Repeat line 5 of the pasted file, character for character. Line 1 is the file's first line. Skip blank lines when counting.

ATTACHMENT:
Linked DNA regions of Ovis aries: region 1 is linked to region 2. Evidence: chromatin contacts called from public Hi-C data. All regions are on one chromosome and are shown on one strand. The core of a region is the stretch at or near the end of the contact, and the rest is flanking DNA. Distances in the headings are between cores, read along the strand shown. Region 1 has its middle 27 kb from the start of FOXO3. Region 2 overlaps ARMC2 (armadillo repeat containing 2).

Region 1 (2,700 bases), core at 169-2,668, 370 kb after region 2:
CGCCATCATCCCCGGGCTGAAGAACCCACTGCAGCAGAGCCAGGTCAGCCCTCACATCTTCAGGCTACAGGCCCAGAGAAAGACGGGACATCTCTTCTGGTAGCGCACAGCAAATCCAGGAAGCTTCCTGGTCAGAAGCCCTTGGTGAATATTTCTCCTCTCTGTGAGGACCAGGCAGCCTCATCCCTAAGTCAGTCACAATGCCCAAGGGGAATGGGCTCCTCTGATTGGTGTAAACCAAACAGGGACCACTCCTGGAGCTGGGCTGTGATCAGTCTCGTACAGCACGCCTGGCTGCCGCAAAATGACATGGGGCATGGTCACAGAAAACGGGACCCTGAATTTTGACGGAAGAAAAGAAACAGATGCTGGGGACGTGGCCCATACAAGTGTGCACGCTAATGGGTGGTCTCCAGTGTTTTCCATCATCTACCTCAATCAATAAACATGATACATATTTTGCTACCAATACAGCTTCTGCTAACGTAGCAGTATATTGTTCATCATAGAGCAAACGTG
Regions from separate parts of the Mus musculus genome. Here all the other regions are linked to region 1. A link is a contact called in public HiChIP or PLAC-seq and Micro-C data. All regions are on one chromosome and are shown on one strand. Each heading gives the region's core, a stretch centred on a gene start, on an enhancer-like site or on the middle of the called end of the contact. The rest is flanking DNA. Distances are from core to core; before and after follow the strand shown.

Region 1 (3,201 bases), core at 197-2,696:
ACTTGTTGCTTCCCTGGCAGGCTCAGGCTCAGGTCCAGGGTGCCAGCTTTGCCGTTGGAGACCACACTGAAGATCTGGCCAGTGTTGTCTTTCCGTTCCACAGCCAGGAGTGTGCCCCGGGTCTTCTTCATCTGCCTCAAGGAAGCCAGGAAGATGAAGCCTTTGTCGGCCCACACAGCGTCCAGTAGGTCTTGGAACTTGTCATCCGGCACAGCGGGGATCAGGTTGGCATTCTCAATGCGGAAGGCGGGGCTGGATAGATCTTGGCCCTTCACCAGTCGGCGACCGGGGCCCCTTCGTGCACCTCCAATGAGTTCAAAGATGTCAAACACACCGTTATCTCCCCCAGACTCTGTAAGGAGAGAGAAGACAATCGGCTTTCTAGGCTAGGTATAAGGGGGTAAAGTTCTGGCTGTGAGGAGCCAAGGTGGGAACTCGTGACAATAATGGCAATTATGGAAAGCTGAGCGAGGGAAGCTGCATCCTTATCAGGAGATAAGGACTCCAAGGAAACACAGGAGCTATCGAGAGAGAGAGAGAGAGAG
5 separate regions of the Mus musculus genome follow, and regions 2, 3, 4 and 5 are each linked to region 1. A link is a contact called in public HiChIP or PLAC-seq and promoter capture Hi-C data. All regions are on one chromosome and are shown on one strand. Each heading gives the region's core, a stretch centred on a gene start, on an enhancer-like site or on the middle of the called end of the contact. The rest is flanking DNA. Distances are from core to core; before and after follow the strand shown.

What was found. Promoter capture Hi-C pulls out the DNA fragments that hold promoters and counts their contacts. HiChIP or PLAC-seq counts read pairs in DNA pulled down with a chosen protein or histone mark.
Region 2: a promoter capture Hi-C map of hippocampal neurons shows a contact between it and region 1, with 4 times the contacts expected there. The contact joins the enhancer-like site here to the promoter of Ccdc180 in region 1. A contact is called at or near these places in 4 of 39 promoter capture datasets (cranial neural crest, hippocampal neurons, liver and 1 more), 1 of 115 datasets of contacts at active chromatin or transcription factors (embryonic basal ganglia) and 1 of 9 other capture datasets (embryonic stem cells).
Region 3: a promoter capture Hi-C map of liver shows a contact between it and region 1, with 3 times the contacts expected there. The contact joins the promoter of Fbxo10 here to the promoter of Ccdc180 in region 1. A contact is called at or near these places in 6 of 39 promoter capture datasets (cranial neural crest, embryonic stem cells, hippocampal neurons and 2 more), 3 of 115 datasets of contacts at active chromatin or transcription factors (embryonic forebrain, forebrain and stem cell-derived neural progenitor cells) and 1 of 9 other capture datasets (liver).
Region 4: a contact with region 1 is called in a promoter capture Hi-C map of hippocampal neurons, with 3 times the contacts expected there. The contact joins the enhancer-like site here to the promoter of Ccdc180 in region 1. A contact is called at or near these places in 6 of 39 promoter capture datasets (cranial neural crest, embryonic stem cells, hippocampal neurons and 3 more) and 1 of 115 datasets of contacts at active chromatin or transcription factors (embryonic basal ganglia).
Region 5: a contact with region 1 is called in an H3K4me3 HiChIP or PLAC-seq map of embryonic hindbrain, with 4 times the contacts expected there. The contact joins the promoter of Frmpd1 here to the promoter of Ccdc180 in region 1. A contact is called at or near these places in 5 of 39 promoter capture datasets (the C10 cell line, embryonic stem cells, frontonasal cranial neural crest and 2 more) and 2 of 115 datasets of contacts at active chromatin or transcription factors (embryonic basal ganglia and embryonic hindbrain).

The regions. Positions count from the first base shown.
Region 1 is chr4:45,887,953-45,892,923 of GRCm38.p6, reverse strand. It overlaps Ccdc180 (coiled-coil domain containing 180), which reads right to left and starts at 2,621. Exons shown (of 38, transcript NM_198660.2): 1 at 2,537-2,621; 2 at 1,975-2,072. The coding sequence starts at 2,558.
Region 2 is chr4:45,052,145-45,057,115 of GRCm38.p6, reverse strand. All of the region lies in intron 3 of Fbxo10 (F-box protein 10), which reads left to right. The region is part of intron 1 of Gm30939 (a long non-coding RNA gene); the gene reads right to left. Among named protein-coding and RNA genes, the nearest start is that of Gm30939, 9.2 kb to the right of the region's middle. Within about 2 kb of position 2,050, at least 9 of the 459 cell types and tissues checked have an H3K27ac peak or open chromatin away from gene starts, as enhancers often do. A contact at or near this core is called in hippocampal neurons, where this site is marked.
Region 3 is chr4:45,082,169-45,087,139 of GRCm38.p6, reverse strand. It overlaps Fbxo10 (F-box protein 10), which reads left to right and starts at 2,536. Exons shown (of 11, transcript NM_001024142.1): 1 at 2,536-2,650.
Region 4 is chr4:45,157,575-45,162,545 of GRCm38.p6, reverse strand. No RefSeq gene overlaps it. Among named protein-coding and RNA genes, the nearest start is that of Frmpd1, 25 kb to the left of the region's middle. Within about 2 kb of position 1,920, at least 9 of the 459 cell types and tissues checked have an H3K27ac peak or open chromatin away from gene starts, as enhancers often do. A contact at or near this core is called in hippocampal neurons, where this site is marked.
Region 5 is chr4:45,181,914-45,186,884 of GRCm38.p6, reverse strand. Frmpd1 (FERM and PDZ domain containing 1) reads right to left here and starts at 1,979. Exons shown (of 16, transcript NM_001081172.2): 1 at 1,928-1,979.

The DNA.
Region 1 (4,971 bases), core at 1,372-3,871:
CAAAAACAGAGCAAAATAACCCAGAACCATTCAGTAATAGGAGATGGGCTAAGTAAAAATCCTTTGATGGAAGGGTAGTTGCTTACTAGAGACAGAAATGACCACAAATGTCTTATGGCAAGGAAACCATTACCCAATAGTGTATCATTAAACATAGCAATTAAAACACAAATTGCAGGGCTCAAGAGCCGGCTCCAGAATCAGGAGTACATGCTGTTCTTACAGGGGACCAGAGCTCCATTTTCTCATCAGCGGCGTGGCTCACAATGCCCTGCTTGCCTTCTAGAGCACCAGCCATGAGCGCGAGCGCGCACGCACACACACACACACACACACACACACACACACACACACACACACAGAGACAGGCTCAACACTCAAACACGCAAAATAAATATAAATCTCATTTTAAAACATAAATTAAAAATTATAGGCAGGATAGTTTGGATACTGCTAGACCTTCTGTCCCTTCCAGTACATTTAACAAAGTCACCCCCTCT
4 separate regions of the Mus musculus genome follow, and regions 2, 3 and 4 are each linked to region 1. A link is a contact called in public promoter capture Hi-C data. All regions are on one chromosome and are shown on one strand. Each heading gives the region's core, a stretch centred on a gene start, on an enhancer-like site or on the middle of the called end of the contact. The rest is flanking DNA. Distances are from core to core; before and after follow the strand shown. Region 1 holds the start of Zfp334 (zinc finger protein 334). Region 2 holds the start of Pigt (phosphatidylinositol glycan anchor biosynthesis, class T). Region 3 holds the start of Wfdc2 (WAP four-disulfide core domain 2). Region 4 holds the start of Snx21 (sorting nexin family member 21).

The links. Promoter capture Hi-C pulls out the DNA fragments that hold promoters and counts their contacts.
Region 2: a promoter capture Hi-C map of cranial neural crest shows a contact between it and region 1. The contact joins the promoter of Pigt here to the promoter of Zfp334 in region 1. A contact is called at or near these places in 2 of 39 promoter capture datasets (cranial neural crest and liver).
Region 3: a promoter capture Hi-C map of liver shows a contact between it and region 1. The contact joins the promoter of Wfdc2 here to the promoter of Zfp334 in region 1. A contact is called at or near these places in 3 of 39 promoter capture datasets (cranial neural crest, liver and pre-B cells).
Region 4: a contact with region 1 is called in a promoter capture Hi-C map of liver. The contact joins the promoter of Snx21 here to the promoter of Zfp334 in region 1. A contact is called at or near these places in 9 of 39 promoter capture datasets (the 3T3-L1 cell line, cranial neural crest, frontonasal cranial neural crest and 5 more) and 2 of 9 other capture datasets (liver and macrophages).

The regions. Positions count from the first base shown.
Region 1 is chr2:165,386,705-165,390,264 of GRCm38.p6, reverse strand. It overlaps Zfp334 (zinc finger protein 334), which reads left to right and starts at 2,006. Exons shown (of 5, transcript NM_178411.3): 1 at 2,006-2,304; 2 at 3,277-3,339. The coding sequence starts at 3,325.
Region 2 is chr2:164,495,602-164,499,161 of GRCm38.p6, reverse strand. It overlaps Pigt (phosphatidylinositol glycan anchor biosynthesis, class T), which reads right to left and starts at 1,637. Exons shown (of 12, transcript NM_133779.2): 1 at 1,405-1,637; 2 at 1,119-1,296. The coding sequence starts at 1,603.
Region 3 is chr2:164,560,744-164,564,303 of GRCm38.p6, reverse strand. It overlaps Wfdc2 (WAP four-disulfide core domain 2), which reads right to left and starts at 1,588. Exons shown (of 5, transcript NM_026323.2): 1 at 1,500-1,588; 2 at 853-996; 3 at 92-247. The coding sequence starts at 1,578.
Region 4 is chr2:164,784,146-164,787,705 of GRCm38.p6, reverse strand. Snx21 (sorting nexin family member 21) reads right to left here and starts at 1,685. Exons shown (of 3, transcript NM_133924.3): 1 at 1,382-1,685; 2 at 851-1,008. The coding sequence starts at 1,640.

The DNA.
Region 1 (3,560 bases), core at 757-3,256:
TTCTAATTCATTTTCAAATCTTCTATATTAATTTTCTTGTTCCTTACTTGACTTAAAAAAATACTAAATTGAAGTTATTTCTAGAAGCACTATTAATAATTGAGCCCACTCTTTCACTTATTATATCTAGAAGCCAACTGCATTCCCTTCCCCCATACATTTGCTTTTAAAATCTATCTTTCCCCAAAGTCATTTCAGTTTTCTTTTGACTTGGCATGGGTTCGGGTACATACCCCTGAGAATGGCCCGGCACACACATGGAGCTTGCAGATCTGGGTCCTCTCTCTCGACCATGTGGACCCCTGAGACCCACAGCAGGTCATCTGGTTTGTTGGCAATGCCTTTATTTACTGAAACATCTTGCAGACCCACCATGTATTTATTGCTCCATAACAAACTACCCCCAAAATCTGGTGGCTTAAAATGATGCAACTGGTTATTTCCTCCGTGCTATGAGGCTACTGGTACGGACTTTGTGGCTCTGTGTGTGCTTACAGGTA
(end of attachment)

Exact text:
Region 1 (3,201 bases), core at 197-2,696: